Programming with the UNIX system shell

Named variables

Another form of variable that you can use in a shell program is a named variable. You assign values to named variables yourself. The format for assigning a value to a named variable is:

Notice that there are no spaces on either side of the equals (=) sign.

In the following example, var1 is a named variable, and myname is the value or character string assigned to that variable:

A ``$'' is used in front of a variable name in a shell program to reference the value of that variable. Using the example above, the reference $var1 tells the shell to substitute the value myname (assigned to var1), for any occurrence of the character string $var1.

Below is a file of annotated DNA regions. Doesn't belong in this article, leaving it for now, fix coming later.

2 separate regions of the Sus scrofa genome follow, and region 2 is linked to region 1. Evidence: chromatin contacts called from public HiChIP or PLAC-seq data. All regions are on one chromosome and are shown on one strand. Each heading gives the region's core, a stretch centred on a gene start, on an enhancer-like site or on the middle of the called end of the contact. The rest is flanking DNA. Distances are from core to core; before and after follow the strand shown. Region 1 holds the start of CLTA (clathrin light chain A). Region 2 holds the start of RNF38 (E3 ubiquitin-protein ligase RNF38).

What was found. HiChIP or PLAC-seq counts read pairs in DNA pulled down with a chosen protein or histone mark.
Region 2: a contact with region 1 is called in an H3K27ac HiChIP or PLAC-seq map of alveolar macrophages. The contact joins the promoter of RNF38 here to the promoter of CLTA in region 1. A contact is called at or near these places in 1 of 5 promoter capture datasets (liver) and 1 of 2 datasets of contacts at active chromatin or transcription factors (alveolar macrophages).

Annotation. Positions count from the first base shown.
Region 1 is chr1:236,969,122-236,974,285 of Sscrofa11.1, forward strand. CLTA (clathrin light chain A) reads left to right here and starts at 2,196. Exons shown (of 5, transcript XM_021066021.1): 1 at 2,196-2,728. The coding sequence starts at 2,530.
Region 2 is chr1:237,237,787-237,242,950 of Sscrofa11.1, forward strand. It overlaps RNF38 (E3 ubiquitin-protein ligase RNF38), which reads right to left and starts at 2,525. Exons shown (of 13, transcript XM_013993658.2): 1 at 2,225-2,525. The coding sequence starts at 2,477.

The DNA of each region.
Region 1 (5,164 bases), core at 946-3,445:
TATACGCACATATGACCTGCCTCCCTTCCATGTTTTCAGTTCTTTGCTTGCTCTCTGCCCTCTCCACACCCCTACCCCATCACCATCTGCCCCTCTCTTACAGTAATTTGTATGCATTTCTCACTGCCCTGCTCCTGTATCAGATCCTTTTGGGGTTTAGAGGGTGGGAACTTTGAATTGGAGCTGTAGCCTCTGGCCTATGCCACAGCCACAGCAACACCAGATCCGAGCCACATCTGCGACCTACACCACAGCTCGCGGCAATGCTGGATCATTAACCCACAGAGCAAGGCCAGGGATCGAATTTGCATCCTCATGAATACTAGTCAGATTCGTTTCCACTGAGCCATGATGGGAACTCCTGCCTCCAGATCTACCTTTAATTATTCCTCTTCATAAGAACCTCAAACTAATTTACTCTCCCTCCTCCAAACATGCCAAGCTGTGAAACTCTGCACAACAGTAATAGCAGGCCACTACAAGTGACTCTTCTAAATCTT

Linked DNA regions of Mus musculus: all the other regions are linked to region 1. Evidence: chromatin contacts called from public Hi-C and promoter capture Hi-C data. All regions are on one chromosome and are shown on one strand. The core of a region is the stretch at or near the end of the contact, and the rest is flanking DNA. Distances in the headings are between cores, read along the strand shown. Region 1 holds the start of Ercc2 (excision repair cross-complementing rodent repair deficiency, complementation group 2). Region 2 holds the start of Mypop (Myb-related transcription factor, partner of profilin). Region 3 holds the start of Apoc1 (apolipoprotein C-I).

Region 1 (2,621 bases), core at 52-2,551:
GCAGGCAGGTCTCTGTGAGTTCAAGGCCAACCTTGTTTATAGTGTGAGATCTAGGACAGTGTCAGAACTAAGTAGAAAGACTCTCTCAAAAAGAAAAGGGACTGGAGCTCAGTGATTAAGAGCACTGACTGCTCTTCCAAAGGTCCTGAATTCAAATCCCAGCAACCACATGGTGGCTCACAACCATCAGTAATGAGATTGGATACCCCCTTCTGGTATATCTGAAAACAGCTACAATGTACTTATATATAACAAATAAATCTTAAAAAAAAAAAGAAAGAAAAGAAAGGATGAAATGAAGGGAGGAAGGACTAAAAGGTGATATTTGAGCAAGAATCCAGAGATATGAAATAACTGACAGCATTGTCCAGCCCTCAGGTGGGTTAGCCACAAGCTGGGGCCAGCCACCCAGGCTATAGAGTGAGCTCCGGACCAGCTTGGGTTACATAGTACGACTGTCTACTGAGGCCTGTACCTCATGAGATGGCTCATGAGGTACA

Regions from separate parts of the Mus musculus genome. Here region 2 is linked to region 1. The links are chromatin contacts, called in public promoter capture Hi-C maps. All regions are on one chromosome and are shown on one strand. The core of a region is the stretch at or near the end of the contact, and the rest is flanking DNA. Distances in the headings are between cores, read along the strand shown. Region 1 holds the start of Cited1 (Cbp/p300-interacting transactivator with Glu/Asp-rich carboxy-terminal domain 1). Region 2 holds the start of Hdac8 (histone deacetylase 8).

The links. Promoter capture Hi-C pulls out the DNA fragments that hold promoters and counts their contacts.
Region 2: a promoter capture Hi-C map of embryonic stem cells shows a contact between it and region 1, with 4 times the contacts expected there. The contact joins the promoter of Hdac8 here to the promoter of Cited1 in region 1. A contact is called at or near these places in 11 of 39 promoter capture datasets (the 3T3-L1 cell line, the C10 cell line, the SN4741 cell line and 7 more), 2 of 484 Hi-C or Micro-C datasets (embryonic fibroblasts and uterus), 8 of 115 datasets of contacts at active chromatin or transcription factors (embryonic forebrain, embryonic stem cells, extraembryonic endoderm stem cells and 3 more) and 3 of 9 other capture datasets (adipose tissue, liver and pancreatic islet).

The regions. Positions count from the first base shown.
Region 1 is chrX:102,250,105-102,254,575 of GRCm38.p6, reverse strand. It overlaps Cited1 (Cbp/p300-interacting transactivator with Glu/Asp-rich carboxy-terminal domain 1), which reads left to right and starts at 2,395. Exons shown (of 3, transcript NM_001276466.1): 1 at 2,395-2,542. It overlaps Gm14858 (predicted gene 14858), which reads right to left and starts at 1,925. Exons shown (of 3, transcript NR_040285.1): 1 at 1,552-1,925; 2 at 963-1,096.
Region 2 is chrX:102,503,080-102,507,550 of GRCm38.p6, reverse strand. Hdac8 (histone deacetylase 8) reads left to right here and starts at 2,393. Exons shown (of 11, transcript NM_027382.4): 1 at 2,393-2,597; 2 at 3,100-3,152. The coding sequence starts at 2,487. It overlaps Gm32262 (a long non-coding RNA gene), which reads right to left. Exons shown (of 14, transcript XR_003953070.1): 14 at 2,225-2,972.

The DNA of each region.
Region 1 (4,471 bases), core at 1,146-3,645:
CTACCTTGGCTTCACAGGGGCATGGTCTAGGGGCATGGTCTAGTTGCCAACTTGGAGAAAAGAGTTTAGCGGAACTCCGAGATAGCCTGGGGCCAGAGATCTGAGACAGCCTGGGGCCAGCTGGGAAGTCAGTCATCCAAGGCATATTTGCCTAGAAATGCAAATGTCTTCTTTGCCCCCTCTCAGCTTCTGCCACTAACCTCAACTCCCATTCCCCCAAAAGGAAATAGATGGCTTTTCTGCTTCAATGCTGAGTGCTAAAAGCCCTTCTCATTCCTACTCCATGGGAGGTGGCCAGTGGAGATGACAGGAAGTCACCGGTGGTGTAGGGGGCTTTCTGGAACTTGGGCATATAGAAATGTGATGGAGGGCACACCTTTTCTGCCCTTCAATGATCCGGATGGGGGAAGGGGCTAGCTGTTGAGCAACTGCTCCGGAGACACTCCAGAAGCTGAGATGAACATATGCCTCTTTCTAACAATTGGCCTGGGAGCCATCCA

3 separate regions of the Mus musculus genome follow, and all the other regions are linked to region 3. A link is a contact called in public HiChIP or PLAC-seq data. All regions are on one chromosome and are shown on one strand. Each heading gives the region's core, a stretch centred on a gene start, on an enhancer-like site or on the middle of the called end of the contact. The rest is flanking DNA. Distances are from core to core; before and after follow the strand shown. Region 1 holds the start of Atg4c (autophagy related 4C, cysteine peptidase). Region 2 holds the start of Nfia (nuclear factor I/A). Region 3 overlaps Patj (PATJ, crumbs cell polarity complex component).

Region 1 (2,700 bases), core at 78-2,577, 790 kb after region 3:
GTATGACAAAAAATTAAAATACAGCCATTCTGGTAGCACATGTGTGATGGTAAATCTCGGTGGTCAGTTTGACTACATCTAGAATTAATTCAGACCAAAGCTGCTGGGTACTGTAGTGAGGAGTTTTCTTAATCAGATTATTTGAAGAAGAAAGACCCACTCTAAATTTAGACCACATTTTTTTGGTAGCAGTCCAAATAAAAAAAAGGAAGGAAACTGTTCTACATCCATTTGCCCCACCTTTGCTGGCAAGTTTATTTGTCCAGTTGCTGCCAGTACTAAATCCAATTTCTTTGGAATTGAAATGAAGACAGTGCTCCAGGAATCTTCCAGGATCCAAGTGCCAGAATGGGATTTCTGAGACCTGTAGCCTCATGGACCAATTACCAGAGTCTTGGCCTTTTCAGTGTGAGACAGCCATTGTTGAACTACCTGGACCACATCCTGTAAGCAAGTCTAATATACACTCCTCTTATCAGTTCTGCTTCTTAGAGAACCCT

The first character of a variable name must be a letter or an underscore. The rest of the name can consist of letters, underscores, and digits. Like shell program filenames, variable names should not be shell command names. Also, the shell reserves some variable names that you should not use for your variables. The following list provides brief descriptions of some of the most important of these reserved shell variable names.

Many of these variables are explained in ``Modifying your login environment''.

You can see the value of these variables in your shell in two ways. First, you can type

   echo $variable_name
The system outputs the value of variable_name. Second, you can use the env(1) command to print out the value of all defined variables in the shell. To do this, type env on a line by itself; the system outputs a list of the variable names and values.
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UnixWare 7 Release 7.1.4 - 27 April 2004